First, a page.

We cannot expect children to learn good manners when they see leaders of our country behaving in impolite, crude and uncouth ways. These days almost anything goes when it comes to name-calling. Some public figures have no qualms at all about badmouthing people much older and wiser than them, just because they disagree with them. Instead of the old adage that the higher you go in life, the more humble you should be, arrogance seems to be the norm.

That Readers’ Digest report that gave us such poor marks for courtesy only surveyed the behaviour of ordinary people; imagine what they would have given us had they surveyed politicians!

Perhaps some people think that courtesy and politeness is too restrictive, even undemocratic. One should be able to say what one wanted about another person, regardless of how malicious and unkind your words might be, especially if you don’t like the other person.

Maligning the other person’s character seems to be a right but only for people in high positions where they feel they are untouchable, or those who hide under the cover of anonymity. Try to be rude about someone higher up the social pecking order than you (and be silly enough to do it under your own name) and see what happens! You get accused of being un-Malaysian!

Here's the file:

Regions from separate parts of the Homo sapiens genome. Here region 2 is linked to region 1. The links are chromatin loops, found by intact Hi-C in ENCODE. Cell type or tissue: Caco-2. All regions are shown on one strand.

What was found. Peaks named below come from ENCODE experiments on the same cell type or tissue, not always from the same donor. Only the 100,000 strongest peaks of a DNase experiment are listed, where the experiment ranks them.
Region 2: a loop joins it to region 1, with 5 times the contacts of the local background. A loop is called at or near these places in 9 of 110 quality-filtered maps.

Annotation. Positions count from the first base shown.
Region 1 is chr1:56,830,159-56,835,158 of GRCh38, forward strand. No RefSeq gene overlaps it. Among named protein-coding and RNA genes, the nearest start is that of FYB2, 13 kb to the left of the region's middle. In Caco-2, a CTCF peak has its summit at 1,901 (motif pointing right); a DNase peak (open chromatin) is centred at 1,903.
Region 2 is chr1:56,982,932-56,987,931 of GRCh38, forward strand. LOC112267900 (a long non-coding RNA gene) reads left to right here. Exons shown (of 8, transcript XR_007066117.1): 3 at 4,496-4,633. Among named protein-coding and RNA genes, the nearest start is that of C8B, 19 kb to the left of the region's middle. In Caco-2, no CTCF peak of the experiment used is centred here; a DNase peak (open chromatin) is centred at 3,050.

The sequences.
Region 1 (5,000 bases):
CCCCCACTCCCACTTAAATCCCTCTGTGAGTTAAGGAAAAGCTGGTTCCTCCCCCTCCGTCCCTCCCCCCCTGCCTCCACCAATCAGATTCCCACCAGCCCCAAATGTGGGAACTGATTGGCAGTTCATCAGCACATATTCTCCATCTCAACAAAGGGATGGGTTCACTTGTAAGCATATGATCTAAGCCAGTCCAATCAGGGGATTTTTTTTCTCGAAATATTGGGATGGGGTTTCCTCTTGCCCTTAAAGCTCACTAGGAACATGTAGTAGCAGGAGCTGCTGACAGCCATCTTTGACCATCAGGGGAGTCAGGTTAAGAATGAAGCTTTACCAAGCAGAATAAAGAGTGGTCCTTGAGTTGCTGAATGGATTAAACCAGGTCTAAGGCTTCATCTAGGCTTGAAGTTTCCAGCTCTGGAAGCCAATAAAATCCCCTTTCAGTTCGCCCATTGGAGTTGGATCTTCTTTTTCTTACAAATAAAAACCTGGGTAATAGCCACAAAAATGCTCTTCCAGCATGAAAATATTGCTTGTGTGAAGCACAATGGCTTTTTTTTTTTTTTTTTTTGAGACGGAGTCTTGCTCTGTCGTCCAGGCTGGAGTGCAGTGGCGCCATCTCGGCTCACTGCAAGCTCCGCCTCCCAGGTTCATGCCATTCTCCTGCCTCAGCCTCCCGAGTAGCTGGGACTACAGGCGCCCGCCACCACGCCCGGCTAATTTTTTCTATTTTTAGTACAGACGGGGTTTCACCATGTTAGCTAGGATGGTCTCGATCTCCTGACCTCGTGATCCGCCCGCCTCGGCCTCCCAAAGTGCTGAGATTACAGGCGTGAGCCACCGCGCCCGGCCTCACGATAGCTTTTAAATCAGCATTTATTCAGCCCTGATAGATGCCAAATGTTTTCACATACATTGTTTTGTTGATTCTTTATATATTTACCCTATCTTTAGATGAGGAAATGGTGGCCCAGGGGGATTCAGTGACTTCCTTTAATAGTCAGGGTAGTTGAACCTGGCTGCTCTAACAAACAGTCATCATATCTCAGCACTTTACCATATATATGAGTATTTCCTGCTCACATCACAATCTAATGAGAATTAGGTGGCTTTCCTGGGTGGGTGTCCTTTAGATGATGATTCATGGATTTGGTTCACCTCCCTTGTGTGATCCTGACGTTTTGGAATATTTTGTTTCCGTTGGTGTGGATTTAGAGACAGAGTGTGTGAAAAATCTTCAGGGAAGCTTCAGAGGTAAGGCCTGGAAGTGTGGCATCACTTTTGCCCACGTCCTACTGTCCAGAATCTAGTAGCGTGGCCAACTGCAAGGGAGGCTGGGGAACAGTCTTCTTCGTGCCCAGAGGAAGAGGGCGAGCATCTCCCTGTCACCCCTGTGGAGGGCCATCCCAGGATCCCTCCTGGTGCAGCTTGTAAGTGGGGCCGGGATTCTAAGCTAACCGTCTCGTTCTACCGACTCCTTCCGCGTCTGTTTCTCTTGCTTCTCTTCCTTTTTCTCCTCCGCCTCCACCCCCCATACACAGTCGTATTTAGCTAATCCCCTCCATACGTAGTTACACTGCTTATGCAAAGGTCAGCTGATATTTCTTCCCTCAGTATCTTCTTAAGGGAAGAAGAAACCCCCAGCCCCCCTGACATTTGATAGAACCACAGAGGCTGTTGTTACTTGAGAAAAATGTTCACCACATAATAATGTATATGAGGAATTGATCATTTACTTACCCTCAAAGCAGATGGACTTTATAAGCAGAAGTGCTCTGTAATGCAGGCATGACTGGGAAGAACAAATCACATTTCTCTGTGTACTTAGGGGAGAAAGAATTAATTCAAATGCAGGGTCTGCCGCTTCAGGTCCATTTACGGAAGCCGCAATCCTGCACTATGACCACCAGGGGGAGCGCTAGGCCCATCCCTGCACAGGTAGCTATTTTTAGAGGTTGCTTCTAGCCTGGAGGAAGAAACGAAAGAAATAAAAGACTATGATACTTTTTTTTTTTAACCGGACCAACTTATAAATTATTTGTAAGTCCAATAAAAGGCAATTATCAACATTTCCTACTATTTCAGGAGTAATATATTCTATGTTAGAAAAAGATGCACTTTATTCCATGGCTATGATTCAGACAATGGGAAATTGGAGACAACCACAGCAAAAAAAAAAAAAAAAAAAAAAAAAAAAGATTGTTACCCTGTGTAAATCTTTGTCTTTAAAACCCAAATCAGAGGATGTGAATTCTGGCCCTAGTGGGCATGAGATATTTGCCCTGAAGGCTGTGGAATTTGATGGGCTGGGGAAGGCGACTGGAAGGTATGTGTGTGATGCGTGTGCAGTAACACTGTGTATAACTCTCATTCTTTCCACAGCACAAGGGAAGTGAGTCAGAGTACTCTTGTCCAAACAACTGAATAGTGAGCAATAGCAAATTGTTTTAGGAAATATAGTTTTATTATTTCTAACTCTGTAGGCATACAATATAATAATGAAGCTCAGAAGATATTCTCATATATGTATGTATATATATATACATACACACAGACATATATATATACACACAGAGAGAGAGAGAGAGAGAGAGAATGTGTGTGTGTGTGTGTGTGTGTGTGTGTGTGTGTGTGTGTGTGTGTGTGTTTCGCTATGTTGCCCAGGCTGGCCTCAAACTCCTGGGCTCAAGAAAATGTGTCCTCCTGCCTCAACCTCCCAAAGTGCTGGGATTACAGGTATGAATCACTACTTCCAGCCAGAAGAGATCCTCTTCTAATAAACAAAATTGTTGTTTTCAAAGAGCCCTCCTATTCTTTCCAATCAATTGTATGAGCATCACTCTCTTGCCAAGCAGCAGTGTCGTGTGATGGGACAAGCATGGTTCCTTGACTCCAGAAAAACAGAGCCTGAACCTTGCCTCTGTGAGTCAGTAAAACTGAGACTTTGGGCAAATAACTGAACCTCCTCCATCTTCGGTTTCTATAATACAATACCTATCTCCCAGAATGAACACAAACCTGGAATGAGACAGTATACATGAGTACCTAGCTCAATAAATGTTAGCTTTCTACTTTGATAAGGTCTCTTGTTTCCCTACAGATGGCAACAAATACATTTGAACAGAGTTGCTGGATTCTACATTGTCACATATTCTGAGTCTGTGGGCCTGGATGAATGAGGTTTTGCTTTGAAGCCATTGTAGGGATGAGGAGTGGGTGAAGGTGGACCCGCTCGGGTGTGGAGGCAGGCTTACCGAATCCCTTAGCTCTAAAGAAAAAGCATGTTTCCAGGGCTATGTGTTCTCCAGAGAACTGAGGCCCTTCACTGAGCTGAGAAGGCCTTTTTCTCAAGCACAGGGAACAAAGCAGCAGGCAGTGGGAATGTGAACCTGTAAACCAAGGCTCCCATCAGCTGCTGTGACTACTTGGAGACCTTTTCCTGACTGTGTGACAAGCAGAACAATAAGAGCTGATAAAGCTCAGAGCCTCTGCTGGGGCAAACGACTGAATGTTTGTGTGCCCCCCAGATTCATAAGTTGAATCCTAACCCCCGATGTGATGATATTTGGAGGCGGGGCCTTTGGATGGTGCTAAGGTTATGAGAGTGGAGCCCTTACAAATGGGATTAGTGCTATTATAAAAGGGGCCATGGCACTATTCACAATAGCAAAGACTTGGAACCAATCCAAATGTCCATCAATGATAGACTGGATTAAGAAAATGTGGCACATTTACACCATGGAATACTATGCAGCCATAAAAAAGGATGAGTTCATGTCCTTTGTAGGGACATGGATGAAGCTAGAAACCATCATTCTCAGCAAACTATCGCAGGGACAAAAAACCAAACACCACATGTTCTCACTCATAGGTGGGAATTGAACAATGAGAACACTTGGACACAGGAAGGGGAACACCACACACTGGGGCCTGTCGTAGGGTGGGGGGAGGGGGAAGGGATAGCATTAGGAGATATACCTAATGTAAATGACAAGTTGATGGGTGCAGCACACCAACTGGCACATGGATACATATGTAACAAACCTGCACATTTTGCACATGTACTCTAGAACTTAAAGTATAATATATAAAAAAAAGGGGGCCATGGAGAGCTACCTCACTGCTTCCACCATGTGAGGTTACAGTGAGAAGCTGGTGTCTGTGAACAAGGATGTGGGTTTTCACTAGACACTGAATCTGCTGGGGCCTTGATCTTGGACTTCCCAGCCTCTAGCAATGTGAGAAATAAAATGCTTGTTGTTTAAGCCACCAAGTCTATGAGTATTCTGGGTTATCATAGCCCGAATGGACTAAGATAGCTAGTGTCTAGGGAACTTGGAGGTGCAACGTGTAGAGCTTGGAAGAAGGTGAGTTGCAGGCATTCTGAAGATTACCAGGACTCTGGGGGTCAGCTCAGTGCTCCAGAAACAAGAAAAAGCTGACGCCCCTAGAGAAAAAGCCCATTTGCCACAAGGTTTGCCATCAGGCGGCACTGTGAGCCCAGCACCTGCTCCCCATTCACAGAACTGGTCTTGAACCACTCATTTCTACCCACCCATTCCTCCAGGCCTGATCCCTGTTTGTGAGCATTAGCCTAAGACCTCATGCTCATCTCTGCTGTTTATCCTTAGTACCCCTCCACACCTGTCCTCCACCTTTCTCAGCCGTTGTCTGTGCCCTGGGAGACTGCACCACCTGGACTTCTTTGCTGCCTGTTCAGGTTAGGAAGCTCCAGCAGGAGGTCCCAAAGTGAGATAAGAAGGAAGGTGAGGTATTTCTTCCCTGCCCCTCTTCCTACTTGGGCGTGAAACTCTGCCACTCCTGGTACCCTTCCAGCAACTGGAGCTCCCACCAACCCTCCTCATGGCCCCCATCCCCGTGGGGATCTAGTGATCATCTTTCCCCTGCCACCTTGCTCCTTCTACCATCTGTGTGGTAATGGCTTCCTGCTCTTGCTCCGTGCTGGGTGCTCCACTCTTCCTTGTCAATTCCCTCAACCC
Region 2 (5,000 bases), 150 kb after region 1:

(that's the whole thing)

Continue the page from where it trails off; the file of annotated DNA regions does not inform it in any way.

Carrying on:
I think nothing reveals people more than when they talk about other people. Name-calling and other forms of arrogant behaviour only reflect back on the name-caller. You have to wonder about their own upbringing; what did they learn in their childhood that makes them mouth off in this way? What are they so afraid of that, instead of reasoned argument, they take the easy route of maligning others? What is arrogance but a cover for some inadequacy? Sometimes you can even feel pity for them.

My worry is that with these examples, we will be bringing up a whole generation of people who lack the basic good manners that would allow them to live with one another, in our diverse society, in peace and harmony.

If everybody feels that it’s okay to constantly take and give offense, then we’ll spend our time constantly fighting. That’s not to say that we should not complain if someone is rude to us. But then why have reason to complain in the first place?